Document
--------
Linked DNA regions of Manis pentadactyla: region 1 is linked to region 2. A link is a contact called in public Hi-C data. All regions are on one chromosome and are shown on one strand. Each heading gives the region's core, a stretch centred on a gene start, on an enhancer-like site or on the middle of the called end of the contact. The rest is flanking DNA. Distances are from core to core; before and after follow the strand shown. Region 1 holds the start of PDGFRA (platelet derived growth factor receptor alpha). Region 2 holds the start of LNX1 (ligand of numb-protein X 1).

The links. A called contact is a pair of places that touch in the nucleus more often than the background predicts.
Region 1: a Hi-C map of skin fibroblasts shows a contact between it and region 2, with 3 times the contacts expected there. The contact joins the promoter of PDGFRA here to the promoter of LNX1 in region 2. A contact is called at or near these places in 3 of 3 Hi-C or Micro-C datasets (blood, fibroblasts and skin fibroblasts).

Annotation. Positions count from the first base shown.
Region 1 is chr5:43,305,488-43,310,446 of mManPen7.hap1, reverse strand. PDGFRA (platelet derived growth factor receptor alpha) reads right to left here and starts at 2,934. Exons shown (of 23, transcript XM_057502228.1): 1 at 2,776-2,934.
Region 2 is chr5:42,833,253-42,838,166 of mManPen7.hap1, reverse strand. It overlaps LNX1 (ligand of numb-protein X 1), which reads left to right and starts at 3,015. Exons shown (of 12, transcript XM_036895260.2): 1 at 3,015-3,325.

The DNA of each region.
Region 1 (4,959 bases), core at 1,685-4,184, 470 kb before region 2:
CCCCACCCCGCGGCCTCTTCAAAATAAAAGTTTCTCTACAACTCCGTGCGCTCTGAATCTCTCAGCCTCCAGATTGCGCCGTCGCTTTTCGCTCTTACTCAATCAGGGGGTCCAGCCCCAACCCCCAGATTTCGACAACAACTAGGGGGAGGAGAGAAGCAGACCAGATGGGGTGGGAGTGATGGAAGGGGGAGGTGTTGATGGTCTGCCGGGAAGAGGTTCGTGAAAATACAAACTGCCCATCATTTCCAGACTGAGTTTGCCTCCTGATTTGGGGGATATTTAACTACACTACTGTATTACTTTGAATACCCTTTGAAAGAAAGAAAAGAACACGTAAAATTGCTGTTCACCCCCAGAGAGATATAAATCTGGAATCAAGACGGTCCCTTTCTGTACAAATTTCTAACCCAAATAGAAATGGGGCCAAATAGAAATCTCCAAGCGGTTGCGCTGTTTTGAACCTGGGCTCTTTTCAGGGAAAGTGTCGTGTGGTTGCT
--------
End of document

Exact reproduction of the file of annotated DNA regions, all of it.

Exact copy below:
Linked DNA regions of Manis pentadactyla: region 1 is linked to region 2. A link is a contact called in public Hi-C data. All regions are on one chromosome and are shown on one strand. Each heading gives the region's core, a stretch centred on a gene start, on an enhancer-like site or on the middle of the called end of the contact. The rest is flanking DNA. Distances are from core to core; before and after follow the strand shown. Region 1 holds the start of PDGFRA (platelet derived growth factor receptor alpha). Region 2 holds the start of LNX1 (ligand of numb-protein X 1).

The links. A called contact is a pair of places that touch in the nucleus more often than the background predicts.
Region 1: a Hi-C map of skin fibroblasts shows a contact between it and region 2, with 3 times the contacts expected there. The contact joins the promoter of PDGFRA here to the promoter of LNX1 in region 2. A contact is called at or near these places in 3 of 3 Hi-C or Micro-C datasets (blood, fibroblasts and skin fibroblasts).

Annotation. Positions count from the first base shown.
Region 1 is chr5:43,305,488-43,310,446 of mManPen7.hap1, reverse strand. PDGFRA (platelet derived growth factor receptor alpha) reads right to left here and starts at 2,934. Exons shown (of 23, transcript XM_057502228.1): 1 at 2,776-2,934.
Region 2 is chr5:42,833,253-42,838,166 of mManPen7.hap1, reverse strand. It overlaps LNX1 (ligand of numb-protein X 1), which reads left to right and starts at 3,015. Exons shown (of 12, transcript XM_036895260.2): 1 at 3,015-3,325.

The DNA of each region.
Region 1 (4,959 bases), core at 1,685-4,184, 470 kb before region 2:
CCCCACCCCGCGGCCTCTTCAAAATAAAAGTTTCTCTACAACTCCGTGCGCTCTGAATCTCTCAGCCTCCAGATTGCGCCGTCGCTTTTCGCTCTTACTCAATCAGGGGGTCCAGCCCCAACCCCCAGATTTCGACAACAACTAGGGGGAGGAGAGAAGCAGACCAGATGGGGTGGGAGTGATGGAAGGGGGAGGTGTTGATGGTCTGCCGGGAAGAGGTTCGTGAAAATACAAACTGCCCATCATTTCCAGACTGAGTTTGCCTCCTGATTTGGGGGATATTTAACTACACTACTGTATTACTTTGAATACCCTTTGAAAGAAAGAAAAGAACACGTAAAATTGCTGTTCACCCCCAGAGAGATATAAATCTGGAATCAAGACGGTCCCTTTCTGTACAAATTTCTAACCCAAATAGAAATGGGGCCAAATAGAAATCTCCAAGCGGTTGCGCTGTTTTGAACCTGGGCTCTTTTCAGGGAAAGTGTCGTGTGGTTGCT